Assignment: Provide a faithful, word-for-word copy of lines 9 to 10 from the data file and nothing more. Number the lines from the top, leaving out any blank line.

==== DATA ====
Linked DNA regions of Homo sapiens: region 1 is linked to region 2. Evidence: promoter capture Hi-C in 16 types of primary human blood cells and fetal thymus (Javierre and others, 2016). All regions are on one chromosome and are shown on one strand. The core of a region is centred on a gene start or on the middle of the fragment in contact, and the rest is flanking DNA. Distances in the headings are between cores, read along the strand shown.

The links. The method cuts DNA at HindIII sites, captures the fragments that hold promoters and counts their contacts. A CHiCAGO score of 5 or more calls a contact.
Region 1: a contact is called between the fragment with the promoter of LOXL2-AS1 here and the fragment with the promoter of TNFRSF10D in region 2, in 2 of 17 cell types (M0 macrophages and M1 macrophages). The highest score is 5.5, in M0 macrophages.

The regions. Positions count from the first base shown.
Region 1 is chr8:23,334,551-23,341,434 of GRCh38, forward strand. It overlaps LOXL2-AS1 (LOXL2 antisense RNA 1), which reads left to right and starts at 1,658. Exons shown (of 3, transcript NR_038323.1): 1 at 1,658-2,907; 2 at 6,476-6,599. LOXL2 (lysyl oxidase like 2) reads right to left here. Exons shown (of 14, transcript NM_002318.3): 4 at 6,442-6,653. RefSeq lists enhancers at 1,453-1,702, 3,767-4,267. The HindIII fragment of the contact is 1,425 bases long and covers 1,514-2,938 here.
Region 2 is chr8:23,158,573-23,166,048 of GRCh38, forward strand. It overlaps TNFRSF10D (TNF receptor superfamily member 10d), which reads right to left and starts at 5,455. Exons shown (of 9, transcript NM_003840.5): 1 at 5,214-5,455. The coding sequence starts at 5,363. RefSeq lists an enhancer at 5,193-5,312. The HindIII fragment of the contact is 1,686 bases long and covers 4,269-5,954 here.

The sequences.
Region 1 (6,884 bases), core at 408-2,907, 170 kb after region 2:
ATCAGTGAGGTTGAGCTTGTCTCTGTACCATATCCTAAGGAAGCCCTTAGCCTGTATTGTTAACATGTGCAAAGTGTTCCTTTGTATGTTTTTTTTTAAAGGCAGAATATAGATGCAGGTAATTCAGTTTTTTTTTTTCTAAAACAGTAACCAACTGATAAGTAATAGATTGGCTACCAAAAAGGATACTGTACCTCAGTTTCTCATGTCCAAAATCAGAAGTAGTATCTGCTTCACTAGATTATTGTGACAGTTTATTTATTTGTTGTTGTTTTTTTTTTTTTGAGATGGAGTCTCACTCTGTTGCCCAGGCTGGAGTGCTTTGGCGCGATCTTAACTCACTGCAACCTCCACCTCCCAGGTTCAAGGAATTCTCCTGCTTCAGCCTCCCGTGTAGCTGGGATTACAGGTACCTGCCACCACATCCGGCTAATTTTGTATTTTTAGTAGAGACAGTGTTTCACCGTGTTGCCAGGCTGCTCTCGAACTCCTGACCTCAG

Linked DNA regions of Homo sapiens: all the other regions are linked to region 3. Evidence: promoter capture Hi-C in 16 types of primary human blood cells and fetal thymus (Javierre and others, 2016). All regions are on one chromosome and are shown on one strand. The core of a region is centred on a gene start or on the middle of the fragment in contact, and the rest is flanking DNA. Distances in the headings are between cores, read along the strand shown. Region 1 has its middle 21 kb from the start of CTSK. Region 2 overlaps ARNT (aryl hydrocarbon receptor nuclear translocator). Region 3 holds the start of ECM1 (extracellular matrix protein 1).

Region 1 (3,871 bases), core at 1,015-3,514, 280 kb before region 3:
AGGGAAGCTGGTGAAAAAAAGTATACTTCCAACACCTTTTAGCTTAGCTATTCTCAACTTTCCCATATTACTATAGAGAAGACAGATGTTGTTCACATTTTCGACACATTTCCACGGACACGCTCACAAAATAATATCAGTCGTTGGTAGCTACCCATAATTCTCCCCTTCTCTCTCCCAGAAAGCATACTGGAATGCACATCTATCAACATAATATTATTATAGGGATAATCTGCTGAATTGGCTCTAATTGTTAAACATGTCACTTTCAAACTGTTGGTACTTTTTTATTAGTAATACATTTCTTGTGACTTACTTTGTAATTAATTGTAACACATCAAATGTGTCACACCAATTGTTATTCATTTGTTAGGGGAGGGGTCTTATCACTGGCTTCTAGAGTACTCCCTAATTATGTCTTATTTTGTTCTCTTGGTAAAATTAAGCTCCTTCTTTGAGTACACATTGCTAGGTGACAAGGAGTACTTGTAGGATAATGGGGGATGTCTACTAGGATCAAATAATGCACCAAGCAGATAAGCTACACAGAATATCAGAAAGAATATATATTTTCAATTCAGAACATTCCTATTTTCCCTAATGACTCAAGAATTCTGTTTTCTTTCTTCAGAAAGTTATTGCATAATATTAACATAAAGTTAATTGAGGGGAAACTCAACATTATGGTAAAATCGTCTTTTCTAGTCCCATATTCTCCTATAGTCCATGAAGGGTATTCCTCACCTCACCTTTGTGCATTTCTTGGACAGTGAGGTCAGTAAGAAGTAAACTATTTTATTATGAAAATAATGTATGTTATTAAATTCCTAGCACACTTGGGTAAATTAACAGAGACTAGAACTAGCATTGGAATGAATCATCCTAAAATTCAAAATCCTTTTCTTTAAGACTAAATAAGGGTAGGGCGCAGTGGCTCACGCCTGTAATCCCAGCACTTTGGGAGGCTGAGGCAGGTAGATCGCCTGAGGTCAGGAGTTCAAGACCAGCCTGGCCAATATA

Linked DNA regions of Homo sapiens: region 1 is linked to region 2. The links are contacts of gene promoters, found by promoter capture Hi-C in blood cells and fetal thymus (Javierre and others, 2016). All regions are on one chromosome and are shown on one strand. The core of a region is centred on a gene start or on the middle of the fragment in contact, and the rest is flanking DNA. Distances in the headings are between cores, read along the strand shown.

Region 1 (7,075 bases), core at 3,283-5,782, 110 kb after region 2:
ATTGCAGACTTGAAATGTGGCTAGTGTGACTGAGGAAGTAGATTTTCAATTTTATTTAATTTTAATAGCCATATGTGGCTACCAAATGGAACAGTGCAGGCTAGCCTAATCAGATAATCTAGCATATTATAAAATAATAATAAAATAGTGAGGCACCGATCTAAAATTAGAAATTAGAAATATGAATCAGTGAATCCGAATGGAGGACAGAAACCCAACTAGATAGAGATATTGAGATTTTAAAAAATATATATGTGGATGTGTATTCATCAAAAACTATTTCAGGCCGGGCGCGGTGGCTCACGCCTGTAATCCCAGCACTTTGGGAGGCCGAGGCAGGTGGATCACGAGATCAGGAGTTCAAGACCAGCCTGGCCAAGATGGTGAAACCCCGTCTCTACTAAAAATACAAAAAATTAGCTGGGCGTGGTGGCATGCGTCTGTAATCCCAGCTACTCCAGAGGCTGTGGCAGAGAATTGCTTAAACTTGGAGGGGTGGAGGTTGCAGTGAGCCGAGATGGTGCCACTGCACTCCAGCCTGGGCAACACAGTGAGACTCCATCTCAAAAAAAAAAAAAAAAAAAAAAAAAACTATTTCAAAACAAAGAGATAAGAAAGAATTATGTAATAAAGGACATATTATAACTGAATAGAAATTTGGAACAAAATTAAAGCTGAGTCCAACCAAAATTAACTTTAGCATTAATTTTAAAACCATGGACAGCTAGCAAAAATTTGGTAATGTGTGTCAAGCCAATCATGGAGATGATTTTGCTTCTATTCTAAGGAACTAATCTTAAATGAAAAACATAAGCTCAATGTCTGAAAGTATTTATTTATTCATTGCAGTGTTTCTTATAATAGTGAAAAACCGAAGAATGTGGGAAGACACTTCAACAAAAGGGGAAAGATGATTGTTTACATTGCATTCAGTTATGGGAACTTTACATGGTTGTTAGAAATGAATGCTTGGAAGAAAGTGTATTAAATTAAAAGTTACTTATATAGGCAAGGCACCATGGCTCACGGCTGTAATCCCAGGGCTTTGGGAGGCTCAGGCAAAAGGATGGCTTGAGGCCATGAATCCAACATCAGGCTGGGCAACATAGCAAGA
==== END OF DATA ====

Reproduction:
ATCAGTGAGGTTGAGCTTGTCTCTGTACCATATCCTAAGGAAGCCCTTAGCCTGTATTGTTAACATGTGCAAAGTGTTCCTTTGTATGTTTTTTTTTAAAGGCAGAATATAGATGCAGGTAATTCAGTTTTTTTTTTTCTAAAACAGTAACCAACTGATAAGTAATAGATTGGCTACCAAAAAGGATACTGTACCTCAGTTTCTCATGTCCAAAATCAGAAGTAGTATCTGCTTCACTAGATTATTGTGACAGTTTATTTATTTGTTGTTGTTTTTTTTTTTTTGAGATGGAGTCTCACTCTGTTGCCCAGGCTGGAGTGCTTTGGCGCGATCTTAACTCACTGCAACCTCCACCTCCCAGGTTCAAGGAATTCTCCTGCTTCAGCCTCCCGTGTAGCTGGGATTACAGGTACCTGCCACCACATCCGGCTAATTTTGTATTTTTAGTAGAGACAGTGTTTCACCGTGTTGCCAGGCTGCTCTCGAACTCCTGACCTCAG

Linked DNA regions of Homo sapiens: all the other regions are linked to region 3. Evidence: promoter capture Hi-C in 16 types of primary human blood cells and fetal thymus (Javierre and others, 2016). All regions are on one chromosome and are shown on one strand. The core of a region is centred on a gene start or on the middle of the fragment in contact, and the rest is flanking DNA. Distances in the headings are between cores, read along the strand shown. Region 1 has its middle 21 kb from the start of CTSK. Region 2 overlaps ARNT (aryl hydrocarbon receptor nuclear translocator). Region 3 holds the start of ECM1 (extracellular matrix protein 1).